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The original Columbia's history was detailed in part one of this series.

Co-author: Preston Nirattisai

While the real ship, her achievements seemingly forgotten, may have been unceremoniously scrapped a century and a half earlier, Walt Disney wished to resurrect the famous square-rigger for Disneyland. He hired Ray Wallace, a noted marine expert of the time, to design the Disney ship itself. (Interestingly, Wallace also designed the replica of the Lady Washington, which is available for sail tours today).

Years later, Imagineer Eddie Sotto and Wallace met. "I used to know Ray Wallace, the designer of the Columbia at the Park, and we were good friends," recalls Eddie. "We met when he designed the Cordelia K. steamboat at Knott's, when I was in the design department. I flipped when I learned he did the Columbia. Ray was Errol Flynn's first mate on his sailboat. They used to sail to Catalina a lot and drink."

"Ray told me that Walt had given him an inscribed copy of the Voyages of the Columbia as a starter for the Columbia project. Ray subsequently lent it out and it never came back--Walt's autograph and all."

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Wallace had no blueprints to build his Columbia replica. In fact there were precious few images of the ship available at all. Luckily for Wallace, however, it turns out that the HMS Bounty (yes, that Bounty--famed in song and mutiny) had been built in England just two years prior to the Columbia, and many of the shipwrights who worked on the Bounty may have immigrated to America, where they might have found employment building the Columbia! So Wallace obtained a set of plans for the Bounty and got to work.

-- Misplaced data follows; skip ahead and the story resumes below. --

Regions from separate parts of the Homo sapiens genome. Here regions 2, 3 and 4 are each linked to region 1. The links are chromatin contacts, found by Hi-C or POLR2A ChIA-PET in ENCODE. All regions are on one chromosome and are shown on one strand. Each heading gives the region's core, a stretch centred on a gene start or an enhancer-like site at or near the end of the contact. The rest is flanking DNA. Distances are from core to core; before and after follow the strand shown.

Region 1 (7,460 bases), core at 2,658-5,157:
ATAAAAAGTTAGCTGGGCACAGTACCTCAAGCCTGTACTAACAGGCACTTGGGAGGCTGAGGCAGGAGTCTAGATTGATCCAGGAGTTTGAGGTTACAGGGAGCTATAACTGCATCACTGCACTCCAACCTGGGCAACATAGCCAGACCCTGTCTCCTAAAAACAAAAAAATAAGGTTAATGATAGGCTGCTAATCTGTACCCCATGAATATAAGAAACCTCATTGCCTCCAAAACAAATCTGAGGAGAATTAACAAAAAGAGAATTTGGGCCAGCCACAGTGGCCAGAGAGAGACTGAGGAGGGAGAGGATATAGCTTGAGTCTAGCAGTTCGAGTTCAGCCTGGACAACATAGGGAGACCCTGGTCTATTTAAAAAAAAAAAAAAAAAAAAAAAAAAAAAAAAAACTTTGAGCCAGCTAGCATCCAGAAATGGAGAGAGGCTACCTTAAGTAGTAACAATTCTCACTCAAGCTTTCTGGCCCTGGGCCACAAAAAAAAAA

Wallace designed a typical merchant vessel of the late 18th century. The ship's dimensions were nearly exactly what the real Columbia's had been: From stem to stern, the ship was 110 feet long; her deck was 83 feet six inches long, and the beam slightly larger at 27 feet three inches. To better fit in with Disneyland's somewhat scaled-down architecture, the main mast is somewhat shorter than the real one was, at 76 feet tall. She carried 10 guns, instead of the real ship's twelve (today she has six).

Todd Shipyard in Long Beach--which only a few years before had built the hull for the Mark Twain--was again called in to handle the manufacture of the Columbia's steel-ribbed hull. While the hull of the real Columbia's was deep and typically boat-shaped, the hull of Disneyland's Columbia was completely flat on the bottom, taking into account the Disneyland river's shallow depth. In order to keep the ship upright with its tall masts (which tend to make a ship top-heavy and likely to heel over, or lean), large, heavy steel plates in the hold below the water line kept Disney's version stable.


A cross-section of the Columbia's hull. Drawing courtesy Jeff Maillian.

Todd completed its work on the hull on February 12, 1958. Once the basic hull "skeleton" was completed, it was trucked down the freeway on a large lowboy trailer. While the lower hull was plated in steel, the steel tubing ribs above were left bare. For a reason--authentic wood planking would cover the ship's exposed ribs.


Belyea trucking handled the move from Long Beach to Disneyland. Feel free to amaze your Disney-trivia obsessed friends by knowing the license plate number of the truck: W 87 807.

Sam McKim, noted Disney Imagineer, was tasked with creating the ship's color scheme. Apparently, McKim, using a bit of Imagineering with the knowledge of what the ships looked like at the time, came up with this rendering, which accurately portrays how the ship eventually came to be decorated.


This is Sam McKim's 1958 color study of the ship. She still wears this color scheme today, 50 years after her "launch."

Final "fitting out" was completed in Fowler's Harbor at Disneyland. Her weather deck is Douglas fir, and her railings are made of mahogany. Oak rounds out the other wooden construction. Where possible, authentic 18th century tools were used to shape the various parts and fittings.

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2008 Steve DeGaetano

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